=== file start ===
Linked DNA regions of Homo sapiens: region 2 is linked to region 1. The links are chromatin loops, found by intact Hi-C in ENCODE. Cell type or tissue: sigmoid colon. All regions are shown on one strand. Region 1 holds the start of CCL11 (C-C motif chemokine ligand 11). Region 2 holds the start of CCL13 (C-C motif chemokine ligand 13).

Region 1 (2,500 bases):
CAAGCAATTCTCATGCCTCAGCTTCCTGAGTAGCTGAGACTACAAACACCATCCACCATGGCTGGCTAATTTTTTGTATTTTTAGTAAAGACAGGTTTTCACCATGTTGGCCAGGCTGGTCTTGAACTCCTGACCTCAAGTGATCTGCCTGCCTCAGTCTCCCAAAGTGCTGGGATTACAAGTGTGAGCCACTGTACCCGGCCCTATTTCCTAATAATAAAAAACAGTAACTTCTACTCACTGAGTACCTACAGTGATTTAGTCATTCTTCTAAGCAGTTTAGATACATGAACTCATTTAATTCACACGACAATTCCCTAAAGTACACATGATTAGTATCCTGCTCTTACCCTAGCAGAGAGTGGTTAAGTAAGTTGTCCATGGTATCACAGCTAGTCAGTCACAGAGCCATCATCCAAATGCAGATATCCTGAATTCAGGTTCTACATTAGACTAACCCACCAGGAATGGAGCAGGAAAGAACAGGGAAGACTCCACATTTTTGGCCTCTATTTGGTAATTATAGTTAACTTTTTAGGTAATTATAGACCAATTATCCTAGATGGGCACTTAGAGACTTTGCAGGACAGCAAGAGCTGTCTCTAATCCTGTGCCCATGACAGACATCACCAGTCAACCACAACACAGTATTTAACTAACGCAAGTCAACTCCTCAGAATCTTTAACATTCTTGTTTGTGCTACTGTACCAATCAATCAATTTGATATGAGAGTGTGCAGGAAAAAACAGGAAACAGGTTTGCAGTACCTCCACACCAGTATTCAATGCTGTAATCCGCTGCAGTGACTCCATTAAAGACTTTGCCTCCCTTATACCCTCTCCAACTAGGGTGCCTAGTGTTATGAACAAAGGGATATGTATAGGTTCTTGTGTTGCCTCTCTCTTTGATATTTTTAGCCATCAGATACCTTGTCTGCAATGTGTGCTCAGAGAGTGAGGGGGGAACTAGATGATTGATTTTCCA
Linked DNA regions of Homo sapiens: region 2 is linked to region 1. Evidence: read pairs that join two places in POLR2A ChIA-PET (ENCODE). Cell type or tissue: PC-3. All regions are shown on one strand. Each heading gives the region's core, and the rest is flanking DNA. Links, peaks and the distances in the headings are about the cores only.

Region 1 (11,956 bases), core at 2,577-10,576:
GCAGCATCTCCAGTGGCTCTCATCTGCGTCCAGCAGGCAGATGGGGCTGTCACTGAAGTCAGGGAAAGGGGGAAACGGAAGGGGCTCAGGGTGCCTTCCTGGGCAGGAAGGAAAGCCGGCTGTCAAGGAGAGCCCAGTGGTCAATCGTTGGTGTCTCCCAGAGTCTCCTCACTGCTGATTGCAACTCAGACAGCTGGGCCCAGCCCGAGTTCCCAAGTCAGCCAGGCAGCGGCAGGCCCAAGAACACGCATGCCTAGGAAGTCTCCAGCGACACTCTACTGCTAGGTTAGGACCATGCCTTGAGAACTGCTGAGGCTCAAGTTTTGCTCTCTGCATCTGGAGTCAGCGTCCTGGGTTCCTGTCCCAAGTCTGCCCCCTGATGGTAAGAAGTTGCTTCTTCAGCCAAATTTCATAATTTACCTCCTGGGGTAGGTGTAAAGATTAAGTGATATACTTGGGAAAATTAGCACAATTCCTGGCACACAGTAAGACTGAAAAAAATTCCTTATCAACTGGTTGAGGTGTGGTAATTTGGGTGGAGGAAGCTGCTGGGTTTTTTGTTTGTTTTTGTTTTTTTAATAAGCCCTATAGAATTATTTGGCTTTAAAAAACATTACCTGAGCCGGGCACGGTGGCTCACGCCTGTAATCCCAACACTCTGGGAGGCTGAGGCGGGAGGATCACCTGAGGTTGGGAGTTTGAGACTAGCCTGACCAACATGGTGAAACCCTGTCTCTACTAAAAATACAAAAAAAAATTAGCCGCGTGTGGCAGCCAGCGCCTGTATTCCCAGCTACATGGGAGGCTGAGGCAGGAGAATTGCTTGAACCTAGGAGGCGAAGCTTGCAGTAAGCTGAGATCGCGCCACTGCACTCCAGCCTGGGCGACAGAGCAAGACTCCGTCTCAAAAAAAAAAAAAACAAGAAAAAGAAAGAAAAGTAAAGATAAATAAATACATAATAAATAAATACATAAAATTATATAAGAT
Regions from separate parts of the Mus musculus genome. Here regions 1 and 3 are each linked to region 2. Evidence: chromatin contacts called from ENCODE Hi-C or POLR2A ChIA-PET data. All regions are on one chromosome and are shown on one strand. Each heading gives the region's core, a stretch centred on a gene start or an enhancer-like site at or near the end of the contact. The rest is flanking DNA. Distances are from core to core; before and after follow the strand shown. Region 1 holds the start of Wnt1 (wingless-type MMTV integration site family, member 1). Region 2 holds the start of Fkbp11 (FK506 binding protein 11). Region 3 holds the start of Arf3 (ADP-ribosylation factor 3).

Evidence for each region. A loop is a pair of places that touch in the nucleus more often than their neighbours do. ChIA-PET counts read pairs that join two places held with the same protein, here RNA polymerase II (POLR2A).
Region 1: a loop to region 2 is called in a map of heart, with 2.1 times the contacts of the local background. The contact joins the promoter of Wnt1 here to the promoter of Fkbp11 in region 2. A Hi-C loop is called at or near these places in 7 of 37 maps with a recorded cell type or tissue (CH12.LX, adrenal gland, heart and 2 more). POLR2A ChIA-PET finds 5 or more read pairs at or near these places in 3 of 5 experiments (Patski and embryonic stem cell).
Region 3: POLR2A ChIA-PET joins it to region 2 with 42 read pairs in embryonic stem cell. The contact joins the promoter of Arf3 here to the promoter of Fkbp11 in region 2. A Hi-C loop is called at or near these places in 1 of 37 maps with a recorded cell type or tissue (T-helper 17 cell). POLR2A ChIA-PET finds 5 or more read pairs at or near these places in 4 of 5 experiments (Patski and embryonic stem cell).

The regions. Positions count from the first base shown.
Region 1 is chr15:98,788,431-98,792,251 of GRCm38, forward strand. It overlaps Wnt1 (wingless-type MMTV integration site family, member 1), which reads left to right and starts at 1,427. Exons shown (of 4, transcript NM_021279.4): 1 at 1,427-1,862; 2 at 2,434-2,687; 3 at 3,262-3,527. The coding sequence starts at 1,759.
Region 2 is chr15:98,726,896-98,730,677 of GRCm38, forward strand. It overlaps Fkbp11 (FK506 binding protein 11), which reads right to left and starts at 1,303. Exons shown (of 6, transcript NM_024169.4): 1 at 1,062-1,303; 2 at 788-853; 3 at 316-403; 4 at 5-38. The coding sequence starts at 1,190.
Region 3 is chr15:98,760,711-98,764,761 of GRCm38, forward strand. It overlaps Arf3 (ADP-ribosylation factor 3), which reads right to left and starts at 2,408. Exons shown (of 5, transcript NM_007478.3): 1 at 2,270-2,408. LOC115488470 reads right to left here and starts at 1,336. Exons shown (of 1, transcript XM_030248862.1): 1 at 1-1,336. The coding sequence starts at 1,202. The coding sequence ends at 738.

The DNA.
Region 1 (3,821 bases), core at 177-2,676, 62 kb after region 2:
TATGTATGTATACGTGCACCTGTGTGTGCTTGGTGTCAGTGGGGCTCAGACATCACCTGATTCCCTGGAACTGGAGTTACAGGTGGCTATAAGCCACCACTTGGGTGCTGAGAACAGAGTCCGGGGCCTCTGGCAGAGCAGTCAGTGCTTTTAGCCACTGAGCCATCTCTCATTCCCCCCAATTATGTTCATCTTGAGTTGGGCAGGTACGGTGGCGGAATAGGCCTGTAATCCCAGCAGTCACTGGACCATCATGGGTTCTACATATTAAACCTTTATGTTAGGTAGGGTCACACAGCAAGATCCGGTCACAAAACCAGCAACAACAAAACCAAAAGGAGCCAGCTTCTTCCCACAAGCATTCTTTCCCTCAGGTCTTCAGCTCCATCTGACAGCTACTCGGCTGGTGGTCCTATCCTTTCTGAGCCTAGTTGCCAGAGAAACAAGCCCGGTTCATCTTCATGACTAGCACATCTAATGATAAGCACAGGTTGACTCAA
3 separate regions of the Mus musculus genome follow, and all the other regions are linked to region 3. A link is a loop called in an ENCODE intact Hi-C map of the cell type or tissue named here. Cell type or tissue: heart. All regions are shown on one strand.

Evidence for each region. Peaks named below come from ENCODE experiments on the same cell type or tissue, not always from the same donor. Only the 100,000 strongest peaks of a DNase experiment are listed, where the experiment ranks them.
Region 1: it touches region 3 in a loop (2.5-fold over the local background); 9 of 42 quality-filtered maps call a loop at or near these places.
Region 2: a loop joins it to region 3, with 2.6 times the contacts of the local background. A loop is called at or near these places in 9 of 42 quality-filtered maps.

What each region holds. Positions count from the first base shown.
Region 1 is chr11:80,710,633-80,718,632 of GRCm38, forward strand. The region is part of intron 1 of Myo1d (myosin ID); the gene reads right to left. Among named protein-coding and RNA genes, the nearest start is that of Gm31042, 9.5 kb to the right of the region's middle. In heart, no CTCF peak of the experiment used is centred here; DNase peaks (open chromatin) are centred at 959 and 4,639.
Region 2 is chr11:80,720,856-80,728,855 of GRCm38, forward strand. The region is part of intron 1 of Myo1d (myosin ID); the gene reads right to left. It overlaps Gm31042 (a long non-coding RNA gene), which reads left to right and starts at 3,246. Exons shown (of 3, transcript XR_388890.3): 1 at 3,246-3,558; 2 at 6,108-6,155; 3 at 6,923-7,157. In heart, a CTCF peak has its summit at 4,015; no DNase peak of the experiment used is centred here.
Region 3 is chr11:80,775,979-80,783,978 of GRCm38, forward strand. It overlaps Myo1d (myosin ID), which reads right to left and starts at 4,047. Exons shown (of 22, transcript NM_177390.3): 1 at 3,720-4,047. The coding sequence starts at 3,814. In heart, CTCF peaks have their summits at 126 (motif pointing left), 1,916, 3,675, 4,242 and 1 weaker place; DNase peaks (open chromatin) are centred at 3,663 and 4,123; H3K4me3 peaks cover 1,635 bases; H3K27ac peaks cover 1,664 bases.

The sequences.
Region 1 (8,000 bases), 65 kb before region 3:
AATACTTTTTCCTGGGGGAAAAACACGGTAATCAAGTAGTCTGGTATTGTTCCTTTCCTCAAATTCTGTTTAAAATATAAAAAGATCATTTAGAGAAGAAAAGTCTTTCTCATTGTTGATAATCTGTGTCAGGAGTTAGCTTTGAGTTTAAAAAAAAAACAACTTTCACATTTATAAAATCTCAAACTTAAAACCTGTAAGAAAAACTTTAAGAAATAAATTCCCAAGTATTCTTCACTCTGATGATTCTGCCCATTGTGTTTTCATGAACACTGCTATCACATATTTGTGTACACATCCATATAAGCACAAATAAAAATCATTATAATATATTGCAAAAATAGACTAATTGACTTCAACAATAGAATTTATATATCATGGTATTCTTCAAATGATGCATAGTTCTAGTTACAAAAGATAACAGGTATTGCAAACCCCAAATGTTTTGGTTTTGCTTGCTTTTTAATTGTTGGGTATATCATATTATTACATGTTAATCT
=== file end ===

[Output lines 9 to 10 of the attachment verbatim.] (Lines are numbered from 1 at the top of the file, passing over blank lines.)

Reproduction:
Region 1: a loop to region 2 is called in a map of heart, with 2.1 times the contacts of the local background. The contact joins the promoter of Wnt1 here to the promoter of Fkbp11 in region 2. A Hi-C loop is called at or near these places in 7 of 37 maps with a recorded cell type or tissue (CH12.LX, adrenal gland, heart and 2 more). POLR2A ChIA-PET finds 5 or more read pairs at or near these places in 3 of 5 experiments (Patski and embryonic stem cell).
Region 3: POLR2A ChIA-PET joins it to region 2 with 42 read pairs in embryonic stem cell. The contact joins the promoter of Arf3 here to the promoter of Fkbp11 in region 2. A Hi-C loop is called at or near these places in 1 of 37 maps with a recorded cell type or tissue (T-helper 17 cell). POLR2A ChIA-PET finds 5 or more read pairs at or near these places in 4 of 5 experiments (Patski and embryonic stem cell).